How to Measure Brilliance? By More Than a Test
District Embraces ‘6Cs’ as Teaching Modelby Erin Albanese
At East Lee Campus, you’ll find students participating in a mock trial with a local mayor as judge, presenting marketing plans for a school store to area business owners, and discussing the “modern technological revolution” and possible impacts of technology on the future workforce. Part of Godfrey-Lee Public Schools, this program is an alternative high school with 110 ninth through 12th-graders.
“This school is the first time I’ve done this,” senior Quavion Woods said, about using skills like creativity, collaboration and critical thinking to present a plan for a school store last spring. This occurred during a competition in the style of the TV show “Shark Tank.” His team won. “I had to step up a little. I wasn’t used to being a leader.”
Quavion said he sees how the project will benefit him in the future. Getting to know people by working with them was valuable. “I learned from that. If I want to go into business or something I know I will have a good experience from this.”
Teacher Justin Noordhoek uses project-based learning in his economics/English and world history/English hybrid courses, which involves teaching students to use six skills that all start with the letter C. Educating students using the lens of the “6Cs” is an approach being embraced districtwide as teachers and administrators study a book called “Becoming Brilliant,” by psychologists Kathy Hirsh-Pasek and Roberta Michnick Golinkoff, as a main resource on how to teach students best. These authors say brilliance is not defined by a single test score but by the development of skills that serve as a foundation for learning. Here is a Q and A with the authors in Psychology Today.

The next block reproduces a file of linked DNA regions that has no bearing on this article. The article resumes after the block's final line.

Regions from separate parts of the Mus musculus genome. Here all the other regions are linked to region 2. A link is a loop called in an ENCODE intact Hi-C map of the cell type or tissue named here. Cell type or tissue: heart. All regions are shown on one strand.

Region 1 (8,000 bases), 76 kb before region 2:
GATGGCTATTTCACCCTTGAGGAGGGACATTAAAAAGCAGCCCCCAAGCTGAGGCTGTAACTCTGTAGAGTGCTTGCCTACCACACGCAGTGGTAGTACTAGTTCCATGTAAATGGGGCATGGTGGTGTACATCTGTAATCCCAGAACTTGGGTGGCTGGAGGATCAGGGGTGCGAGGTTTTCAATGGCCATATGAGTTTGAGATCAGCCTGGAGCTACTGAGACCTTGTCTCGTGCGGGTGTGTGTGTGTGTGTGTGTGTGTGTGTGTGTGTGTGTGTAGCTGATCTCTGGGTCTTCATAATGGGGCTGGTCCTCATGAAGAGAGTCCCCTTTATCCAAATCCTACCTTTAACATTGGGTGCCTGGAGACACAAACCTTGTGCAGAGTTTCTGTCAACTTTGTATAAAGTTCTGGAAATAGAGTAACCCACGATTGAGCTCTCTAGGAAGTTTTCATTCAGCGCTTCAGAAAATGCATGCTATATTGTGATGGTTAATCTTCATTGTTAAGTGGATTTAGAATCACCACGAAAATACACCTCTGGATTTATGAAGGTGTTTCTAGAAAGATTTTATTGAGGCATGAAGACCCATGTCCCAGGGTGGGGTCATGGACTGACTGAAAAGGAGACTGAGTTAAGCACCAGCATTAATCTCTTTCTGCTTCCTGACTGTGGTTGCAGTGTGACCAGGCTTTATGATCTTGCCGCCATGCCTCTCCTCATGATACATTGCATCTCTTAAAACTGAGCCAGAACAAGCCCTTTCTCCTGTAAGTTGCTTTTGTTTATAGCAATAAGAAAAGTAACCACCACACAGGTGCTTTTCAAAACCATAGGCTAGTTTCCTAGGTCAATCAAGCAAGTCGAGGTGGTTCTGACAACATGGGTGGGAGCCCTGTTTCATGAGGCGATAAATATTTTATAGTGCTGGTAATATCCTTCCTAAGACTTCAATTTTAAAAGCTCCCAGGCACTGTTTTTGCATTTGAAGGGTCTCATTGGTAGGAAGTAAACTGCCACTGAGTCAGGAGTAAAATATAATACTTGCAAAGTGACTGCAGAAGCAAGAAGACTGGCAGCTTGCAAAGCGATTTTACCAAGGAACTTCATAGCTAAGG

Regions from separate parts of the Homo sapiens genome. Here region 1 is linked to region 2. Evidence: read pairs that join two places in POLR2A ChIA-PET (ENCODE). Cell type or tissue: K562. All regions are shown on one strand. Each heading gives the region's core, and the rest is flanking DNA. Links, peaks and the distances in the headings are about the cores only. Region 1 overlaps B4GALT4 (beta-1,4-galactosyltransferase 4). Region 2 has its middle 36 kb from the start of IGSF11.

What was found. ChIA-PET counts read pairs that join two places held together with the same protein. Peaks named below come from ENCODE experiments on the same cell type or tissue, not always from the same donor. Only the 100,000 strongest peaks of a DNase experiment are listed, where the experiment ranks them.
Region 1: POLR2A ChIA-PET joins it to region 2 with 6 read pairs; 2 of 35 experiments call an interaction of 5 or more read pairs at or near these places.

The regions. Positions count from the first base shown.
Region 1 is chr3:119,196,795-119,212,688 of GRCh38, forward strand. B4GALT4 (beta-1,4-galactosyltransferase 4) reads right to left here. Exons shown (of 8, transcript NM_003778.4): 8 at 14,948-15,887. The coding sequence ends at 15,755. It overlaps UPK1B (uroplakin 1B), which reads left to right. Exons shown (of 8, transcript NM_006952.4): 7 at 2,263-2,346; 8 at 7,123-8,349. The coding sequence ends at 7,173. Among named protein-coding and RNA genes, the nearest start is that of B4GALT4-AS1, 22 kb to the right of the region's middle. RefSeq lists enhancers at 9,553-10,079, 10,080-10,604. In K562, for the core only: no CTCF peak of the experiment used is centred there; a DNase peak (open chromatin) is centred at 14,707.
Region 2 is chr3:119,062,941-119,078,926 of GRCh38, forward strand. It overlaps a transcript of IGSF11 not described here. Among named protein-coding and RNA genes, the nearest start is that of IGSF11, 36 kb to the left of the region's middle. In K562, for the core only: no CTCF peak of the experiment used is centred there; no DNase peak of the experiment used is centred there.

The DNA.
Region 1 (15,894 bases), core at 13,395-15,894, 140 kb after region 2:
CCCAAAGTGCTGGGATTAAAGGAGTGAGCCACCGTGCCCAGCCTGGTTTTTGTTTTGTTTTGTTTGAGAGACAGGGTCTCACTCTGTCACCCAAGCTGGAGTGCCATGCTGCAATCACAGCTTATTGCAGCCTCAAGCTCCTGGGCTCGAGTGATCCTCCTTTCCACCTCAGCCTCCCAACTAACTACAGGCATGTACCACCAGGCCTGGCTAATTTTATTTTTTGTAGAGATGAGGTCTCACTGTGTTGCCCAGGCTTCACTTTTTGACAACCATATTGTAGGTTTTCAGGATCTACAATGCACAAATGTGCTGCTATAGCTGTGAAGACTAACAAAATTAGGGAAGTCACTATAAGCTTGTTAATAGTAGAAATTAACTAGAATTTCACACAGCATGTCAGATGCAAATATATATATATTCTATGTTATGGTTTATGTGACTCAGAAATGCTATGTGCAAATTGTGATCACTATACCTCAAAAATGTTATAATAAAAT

Hirsh-Pasek, author of several books and hundreds of publications. is the Stanley and Debra Lefkowitz Faculty Fellow in the Department of Psychology at Temple University and a Senior Fellow at the Brookings Institution. Her book,” “Einstein Never Used Flashcards: How Children Really Learn and Why They Need to Play More and Memorize Less,” won the prestigious Books for Better Life Award as the best psychology book in 2003. Golinkoff is the Unidel H. Rodney Sharp Professor of Education, Psychology, and Linguistics and Cognitive Science at the University of Delaware and director of the Child’s Play, Learning, and Development laboratory.
“Becoming Brilliant” explains how the “6Cs” are vital for success in future careers. They include collaboration, communication, critical thinking, creative innovation and confidence. Development of these skills improves the way students learn the sixth C that usually gets the most attention: content.
“This shouldn’t be an alternative method of teaching, it should be the method of teaching,” Noordhoek said.
All C’s are Equal
There’s research that shows he’s right. Educators, looking beyond test results, are wondering, what is brilliance and how can it be cultivated?
Turns out, brain development involves much more than may come to mind. The book uses thousands of research papers to back up the 6Cs approach,and that intelligence is not a singular entity. Real learning embraces the 6Cs and the environments that foster real learning, the authors state. Although there are many wonderful schools and teachers trying to encourage the breadth of skills that children need, high-stakes tests really limit what they can do.